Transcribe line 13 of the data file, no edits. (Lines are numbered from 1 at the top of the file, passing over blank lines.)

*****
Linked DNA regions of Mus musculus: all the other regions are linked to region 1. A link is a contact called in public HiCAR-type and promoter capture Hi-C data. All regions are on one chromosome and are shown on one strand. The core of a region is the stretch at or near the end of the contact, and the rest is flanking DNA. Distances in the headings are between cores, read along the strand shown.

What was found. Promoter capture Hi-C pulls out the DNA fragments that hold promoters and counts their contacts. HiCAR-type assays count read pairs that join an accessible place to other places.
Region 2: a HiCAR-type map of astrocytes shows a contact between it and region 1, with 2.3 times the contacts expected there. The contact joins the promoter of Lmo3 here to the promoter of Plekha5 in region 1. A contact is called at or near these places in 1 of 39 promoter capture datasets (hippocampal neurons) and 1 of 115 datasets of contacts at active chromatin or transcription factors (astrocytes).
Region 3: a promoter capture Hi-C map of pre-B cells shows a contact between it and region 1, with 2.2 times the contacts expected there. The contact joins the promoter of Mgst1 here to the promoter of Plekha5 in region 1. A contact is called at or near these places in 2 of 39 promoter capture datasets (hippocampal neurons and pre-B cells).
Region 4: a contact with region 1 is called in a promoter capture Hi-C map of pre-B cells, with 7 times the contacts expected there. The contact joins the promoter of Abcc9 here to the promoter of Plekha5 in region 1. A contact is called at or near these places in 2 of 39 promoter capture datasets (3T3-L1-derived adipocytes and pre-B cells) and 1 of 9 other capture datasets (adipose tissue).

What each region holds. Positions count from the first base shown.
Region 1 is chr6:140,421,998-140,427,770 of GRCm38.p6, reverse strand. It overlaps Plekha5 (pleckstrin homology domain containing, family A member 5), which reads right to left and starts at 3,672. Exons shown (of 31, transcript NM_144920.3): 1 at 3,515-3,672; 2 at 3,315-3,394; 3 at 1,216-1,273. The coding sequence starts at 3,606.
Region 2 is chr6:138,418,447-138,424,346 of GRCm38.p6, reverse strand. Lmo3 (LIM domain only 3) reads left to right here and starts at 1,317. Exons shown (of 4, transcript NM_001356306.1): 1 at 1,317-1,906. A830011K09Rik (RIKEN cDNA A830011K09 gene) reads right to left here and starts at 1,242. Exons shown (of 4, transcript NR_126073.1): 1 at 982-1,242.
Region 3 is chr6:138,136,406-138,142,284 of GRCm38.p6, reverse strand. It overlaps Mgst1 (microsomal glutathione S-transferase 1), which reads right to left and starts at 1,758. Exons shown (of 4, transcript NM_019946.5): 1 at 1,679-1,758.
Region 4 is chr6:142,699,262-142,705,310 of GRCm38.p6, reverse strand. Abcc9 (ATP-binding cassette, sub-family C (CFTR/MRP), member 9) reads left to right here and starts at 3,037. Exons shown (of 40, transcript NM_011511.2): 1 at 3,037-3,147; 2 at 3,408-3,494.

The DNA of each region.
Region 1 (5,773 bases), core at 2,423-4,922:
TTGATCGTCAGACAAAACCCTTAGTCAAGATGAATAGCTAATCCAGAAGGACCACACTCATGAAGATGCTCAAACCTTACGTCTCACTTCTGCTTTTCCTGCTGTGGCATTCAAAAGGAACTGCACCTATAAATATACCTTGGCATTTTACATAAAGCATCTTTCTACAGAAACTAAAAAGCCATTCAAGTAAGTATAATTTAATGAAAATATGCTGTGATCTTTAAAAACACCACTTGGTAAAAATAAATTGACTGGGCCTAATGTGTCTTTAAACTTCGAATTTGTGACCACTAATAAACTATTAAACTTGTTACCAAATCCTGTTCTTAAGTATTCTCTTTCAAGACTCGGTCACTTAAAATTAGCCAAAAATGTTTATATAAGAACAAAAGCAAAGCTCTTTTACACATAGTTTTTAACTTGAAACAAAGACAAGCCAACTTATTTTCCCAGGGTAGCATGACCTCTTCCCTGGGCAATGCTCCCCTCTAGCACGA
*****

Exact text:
TTGATCGTCAGACAAAACCCTTAGTCAAGATGAATAGCTAATCCAGAAGGACCACACTCATGAAGATGCTCAAACCTTACGTCTCACTTCTGCTTTTCCTGCTGTGGCATTCAAAAGGAACTGCACCTATAAATATACCTTGGCATTTTACATAAAGCATCTTTCTACAGAAACTAAAAAGCCATTCAAGTAAGTATAATTTAATGAAAATATGCTGTGATCTTTAAAAACACCACTTGGTAAAAATAAATTGACTGGGCCTAATGTGTCTTTAAACTTCGAATTTGTGACCACTAATAAACTATTAAACTTGTTACCAAATCCTGTTCTTAAGTATTCTCTTTCAAGACTCGGTCACTTAAAATTAGCCAAAAATGTTTATATAAGAACAAAAGCAAAGCTCTTTTACACATAGTTTTTAACTTGAAACAAAGACAAGCCAACTTATTTTCCCAGGGTAGCATGACCTCTTCCCTGGGCAATGCTCCCCTCTAGCACGA